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Negative stereotypes are the cancer eating Kenya

A photo of one the Al Shabaab attackers responsible for Thursday's attack on Garissa University College. A former schoolmate of the attacker has identified him as Abdirahim Mohamed , a former student at the University of Nairobi's Faculty of Law. (Photo/ Twitter)
A photo of one the Al Shabaab attackers responsible for Thursday’s attack on Garissa University College. Religious stereotyping can be used as an element for classifying the attach that only targeted non Muslims. (Photo/ Twitter)

Every time I think about the challenges we face as a country in pushing for a culture of ethnic diversity, I cannot help but conclude that it lies in the negative stereotypes we peddle against communities.

Negative stereotypes are to me the main reason why we fought each other in 2007/2008 and are still the reason we still fight each other, unconsciously, sometimes.

We have created an image about each community in Kenya, a lens through which we look and judge. And afterwards we have been so perfect in grading each community and thereafter rewarding it as we wish. I will point out four examples.

We always see the Kikuyu as greedy, so much so that we never appreciate even that which they have acquired something through sweat and hard work. We also see them as a power hungry people who will do anything on earth to remain being the fulcrum around which the presidency rotates.

And the Luo? We see them as a destructive group of people always proud and therefore should be denied power as much as possible. And even more, since culturally circumcision is not their main rite of passage, then we still see them as ‘boys’ who will mess with power.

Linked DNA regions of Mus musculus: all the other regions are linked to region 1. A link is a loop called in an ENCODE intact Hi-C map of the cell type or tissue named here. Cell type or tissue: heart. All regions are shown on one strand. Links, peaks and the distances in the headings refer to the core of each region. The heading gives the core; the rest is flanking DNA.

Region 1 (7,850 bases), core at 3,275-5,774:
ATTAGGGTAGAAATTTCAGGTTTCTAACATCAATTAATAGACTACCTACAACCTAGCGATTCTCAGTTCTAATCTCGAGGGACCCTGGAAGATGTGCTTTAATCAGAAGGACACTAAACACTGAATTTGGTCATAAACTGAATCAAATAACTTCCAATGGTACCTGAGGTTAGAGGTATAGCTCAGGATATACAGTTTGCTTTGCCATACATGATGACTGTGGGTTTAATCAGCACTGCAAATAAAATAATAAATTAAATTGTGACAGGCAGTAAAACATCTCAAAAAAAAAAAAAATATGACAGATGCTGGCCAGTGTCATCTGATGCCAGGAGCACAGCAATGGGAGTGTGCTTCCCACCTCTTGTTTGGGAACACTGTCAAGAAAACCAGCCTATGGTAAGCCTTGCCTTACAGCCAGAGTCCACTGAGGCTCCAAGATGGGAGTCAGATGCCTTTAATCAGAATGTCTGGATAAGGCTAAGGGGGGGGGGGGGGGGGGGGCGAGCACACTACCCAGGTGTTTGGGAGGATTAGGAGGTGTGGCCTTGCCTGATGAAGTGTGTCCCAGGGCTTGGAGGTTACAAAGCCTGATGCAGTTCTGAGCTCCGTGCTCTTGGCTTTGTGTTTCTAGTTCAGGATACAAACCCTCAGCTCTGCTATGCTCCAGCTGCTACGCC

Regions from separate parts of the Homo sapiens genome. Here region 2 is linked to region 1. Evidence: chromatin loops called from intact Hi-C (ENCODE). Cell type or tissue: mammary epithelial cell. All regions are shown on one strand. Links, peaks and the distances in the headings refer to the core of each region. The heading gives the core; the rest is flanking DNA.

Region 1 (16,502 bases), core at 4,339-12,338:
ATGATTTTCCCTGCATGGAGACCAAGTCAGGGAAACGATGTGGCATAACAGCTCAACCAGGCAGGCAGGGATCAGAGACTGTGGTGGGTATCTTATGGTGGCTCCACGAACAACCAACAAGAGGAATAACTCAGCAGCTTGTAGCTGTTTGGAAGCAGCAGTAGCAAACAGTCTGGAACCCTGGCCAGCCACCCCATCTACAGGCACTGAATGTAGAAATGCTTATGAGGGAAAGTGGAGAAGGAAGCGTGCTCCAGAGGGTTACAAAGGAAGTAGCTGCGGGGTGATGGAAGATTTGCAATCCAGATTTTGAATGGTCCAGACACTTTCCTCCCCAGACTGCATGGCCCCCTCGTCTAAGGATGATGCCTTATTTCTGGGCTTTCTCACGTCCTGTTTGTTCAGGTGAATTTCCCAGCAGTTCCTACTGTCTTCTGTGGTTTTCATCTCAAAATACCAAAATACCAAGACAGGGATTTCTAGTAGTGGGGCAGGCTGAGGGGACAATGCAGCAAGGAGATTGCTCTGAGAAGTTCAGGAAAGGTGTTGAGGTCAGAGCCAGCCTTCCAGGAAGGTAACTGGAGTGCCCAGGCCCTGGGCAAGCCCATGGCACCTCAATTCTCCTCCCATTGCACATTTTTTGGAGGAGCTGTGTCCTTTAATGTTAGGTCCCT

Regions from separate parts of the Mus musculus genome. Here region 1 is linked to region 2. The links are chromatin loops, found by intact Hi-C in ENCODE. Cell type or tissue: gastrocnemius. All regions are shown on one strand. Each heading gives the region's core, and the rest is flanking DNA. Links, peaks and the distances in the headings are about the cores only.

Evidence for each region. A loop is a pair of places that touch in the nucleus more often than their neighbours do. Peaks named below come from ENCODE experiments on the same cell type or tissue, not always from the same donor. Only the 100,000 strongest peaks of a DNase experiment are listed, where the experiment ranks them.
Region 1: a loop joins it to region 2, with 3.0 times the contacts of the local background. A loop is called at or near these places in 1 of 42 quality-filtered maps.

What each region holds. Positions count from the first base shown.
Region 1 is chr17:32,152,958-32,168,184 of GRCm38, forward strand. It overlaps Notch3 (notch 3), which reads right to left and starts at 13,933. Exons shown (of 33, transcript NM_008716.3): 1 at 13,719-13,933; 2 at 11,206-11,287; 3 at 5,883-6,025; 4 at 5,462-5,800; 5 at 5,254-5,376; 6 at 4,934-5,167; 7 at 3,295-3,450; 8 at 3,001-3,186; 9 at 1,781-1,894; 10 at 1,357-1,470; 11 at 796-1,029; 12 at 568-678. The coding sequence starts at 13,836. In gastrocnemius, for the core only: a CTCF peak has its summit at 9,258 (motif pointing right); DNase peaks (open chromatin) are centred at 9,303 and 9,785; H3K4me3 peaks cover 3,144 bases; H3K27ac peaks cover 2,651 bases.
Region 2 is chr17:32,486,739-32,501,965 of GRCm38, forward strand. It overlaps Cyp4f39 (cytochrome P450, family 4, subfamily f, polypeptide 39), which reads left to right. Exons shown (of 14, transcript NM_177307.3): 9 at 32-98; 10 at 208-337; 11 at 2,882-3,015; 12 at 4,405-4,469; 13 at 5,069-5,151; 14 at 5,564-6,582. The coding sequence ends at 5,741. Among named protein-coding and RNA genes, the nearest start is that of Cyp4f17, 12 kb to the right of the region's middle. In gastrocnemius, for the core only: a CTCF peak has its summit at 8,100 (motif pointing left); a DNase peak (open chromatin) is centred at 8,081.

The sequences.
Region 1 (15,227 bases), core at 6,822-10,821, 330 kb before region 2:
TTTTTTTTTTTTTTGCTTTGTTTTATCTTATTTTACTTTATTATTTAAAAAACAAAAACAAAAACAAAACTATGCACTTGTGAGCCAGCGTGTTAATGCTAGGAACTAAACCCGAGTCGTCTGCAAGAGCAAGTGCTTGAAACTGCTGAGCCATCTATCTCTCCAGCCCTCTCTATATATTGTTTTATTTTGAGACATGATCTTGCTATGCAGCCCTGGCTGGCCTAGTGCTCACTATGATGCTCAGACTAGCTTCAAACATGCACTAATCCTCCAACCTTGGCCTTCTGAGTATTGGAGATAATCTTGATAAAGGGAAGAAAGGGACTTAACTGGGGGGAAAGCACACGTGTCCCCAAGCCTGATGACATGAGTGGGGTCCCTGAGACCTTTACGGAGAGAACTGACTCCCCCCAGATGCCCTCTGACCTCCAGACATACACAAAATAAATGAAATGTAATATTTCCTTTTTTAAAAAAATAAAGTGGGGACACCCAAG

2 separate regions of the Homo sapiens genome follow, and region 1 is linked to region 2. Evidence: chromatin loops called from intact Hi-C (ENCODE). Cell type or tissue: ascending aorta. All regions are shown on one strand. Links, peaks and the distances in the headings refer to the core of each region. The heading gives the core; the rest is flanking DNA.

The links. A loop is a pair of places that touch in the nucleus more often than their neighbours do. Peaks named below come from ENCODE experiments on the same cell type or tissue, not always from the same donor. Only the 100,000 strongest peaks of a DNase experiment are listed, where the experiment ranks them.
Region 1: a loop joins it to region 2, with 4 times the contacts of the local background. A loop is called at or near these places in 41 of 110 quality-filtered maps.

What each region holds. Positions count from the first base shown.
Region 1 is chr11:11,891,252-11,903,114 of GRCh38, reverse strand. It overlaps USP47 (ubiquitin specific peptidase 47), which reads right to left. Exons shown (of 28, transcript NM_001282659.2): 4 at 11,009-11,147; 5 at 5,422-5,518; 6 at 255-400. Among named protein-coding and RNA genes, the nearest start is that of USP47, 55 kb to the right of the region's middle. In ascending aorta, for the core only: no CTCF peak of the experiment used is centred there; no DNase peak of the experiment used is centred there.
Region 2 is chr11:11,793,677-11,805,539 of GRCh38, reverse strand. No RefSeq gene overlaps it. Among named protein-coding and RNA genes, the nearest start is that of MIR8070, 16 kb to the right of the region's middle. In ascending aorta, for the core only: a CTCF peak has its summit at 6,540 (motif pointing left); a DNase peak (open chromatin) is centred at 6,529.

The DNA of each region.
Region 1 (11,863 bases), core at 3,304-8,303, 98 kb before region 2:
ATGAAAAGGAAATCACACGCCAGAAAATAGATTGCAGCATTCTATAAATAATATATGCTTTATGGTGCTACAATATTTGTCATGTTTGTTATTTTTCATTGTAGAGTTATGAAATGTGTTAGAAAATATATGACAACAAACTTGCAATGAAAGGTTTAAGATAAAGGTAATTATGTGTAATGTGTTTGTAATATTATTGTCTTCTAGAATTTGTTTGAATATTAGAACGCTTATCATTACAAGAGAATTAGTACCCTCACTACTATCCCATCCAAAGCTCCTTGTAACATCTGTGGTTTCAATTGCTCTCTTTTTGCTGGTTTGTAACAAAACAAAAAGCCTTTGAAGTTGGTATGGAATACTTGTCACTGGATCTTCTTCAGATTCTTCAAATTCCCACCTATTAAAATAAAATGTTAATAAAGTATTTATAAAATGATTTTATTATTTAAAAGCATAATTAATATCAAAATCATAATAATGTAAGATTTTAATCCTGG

We then see the Akamba as the ‘black magic’ community, so much so that all that they do revolves around ‘kamuti’ (witchcraft). On top of this we see them as a lazy lot only interested in women and sex.

Then the Abaluhya. We see them as gluttonous, a community that can’t stop at anything until they get their ugali and a chicken on their plates. Like the Akamba, we also portray them as loving sex. Even recently we reported that men in Nambale (a Luhya region) had been promised Akamba women, almost implying that, these two communities can make a match on matters sex.

In a very big way we have allowed these and many other categorizations to guide our inter-ethnic debate. And because of them we usually waste a lot energy.

The Al-Shabaab have also been pushing for a stereotype through which they might divide the country if not addressed well. I may not know much about the meaning of the word ‘Kaffir’ but its alleged constant use during the attacks against Christians is what concerns me. In the way it has been used by terror agents, the word fits as a stereotype meant to profile Christians and present them as valueless.

Stereotyping is a process through which members of one community label members of another community with an intention of taking away their human face. Once dehumanized the stereotyped community is presented as a people fit for attack, even elimination.

This is what happened in Garissa last week and is what has been happening in all attacks, whether terror or ethnic related.

To eat its young ones it is said, the hyena first classifies them as goats, that is, it has to label them as worthy of attack. In fact in doing so the hyena justifies why it ought to kill its young ones – they are goats and goats are meat before the hyena.

We need to work towards neutralizing stereotypes of whatever nature if we are to have a peaceful coexistence. This is what will make us to constantly see a human face in the other tribe and religion. And this is a task that every Kenyan needs to undertake.

About Mkenya Mzalendo

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